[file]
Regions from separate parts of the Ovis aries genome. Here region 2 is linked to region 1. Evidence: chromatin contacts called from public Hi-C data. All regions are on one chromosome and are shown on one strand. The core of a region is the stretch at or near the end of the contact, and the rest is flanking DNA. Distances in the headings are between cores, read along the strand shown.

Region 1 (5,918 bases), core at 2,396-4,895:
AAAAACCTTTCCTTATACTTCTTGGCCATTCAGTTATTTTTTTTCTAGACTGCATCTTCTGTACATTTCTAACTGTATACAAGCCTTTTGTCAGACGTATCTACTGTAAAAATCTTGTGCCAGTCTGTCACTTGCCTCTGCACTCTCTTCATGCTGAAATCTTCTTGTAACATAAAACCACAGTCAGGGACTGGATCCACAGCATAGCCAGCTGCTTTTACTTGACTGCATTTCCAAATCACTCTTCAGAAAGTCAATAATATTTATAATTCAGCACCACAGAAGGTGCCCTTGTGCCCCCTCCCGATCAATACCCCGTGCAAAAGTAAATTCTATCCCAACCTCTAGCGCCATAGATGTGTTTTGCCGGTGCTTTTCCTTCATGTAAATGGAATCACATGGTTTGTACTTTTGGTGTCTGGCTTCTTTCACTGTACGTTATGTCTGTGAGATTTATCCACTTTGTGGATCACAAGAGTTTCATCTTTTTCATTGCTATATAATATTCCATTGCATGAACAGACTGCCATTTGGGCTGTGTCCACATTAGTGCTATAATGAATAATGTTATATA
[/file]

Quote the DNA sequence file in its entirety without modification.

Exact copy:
Regions from separate parts of the Ovis aries genome. Here region 2 is linked to region 1. Evidence: chromatin contacts called from public Hi-C data. All regions are on one chromosome and are shown on one strand. The core of a region is the stretch at or near the end of the contact, and the rest is flanking DNA. Distances in the headings are between cores, read along the strand shown.

Region 1 (5,918 bases), core at 2,396-4,895:
AAAAACCTTTCCTTATACTTCTTGGCCATTCAGTTATTTTTTTTCTAGACTGCATCTTCTGTACATTTCTAACTGTATACAAGCCTTTTGTCAGACGTATCTACTGTAAAAATCTTGTGCCAGTCTGTCACTTGCCTCTGCACTCTCTTCATGCTGAAATCTTCTTGTAACATAAAACCACAGTCAGGGACTGGATCCACAGCATAGCCAGCTGCTTTTACTTGACTGCATTTCCAAATCACTCTTCAGAAAGTCAATAATATTTATAATTCAGCACCACAGAAGGTGCCCTTGTGCCCCCTCCCGATCAATACCCCGTGCAAAAGTAAATTCTATCCCAACCTCTAGCGCCATAGATGTGTTTTGCCGGTGCTTTTCCTTCATGTAAATGGAATCACATGGTTTGTACTTTTGGTGTCTGGCTTCTTTCACTGTACGTTATGTCTGTGAGATTTATCCACTTTGTGGATCACAAGAGTTTCATCTTTTTCATTGCTATATAATATTCCATTGCATGAACAGACTGCCATTTGGGCTGTGTCCACATTAGTGCTATAATGAATAATGTTATATA